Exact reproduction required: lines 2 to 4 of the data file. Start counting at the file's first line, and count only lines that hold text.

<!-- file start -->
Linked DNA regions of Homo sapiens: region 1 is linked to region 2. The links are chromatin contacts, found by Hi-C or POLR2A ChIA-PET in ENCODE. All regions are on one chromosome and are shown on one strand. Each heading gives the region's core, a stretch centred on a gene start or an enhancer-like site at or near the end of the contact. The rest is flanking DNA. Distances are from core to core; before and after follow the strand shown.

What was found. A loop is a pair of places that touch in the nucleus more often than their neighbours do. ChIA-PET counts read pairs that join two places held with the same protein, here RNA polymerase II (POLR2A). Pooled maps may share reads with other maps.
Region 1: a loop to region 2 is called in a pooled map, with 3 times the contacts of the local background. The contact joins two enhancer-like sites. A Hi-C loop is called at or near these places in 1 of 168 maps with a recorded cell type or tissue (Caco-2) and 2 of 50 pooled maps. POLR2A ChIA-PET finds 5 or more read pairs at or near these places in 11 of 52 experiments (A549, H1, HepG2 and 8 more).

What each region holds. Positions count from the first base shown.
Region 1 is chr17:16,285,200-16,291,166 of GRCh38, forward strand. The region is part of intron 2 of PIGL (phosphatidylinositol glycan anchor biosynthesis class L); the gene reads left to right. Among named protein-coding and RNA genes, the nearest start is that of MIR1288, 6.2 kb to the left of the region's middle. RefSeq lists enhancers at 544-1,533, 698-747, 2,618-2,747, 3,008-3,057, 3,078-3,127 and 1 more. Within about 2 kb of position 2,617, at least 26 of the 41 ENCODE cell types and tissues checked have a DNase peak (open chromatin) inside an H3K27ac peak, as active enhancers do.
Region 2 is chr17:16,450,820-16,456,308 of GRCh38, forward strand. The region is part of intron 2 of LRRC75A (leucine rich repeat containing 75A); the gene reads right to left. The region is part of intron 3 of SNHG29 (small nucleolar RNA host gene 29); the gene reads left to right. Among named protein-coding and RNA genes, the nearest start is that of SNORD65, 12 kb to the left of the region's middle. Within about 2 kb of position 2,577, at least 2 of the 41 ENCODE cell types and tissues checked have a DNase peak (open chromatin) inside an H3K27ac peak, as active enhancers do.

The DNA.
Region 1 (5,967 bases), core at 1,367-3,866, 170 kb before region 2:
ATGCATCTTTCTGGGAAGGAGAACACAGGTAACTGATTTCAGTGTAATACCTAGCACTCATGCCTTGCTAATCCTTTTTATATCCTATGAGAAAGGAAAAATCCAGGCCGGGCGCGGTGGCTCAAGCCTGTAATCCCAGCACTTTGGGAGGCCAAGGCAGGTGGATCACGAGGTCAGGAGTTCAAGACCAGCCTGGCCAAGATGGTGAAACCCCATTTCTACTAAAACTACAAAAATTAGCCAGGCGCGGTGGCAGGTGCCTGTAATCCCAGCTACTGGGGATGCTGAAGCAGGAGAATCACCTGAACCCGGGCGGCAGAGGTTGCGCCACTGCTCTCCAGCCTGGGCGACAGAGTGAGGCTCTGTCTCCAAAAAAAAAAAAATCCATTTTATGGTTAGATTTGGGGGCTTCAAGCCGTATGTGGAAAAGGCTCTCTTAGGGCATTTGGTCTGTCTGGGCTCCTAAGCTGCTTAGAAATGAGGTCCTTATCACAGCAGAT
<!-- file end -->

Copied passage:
What was found. A loop is a pair of places that touch in the nucleus more often than their neighbours do. ChIA-PET counts read pairs that join two places held with the same protein, here RNA polymerase II (POLR2A). Pooled maps may share reads with other maps.
Region 1: a loop to region 2 is called in a pooled map, with 3 times the contacts of the local background. The contact joins two enhancer-like sites. A Hi-C loop is called at or near these places in 1 of 168 maps with a recorded cell type or tissue (Caco-2) and 2 of 50 pooled maps. POLR2A ChIA-PET finds 5 or more read pairs at or near these places in 11 of 52 experiments (A549, H1, HepG2 and 8 more).

What each region holds. Positions count from the first base shown.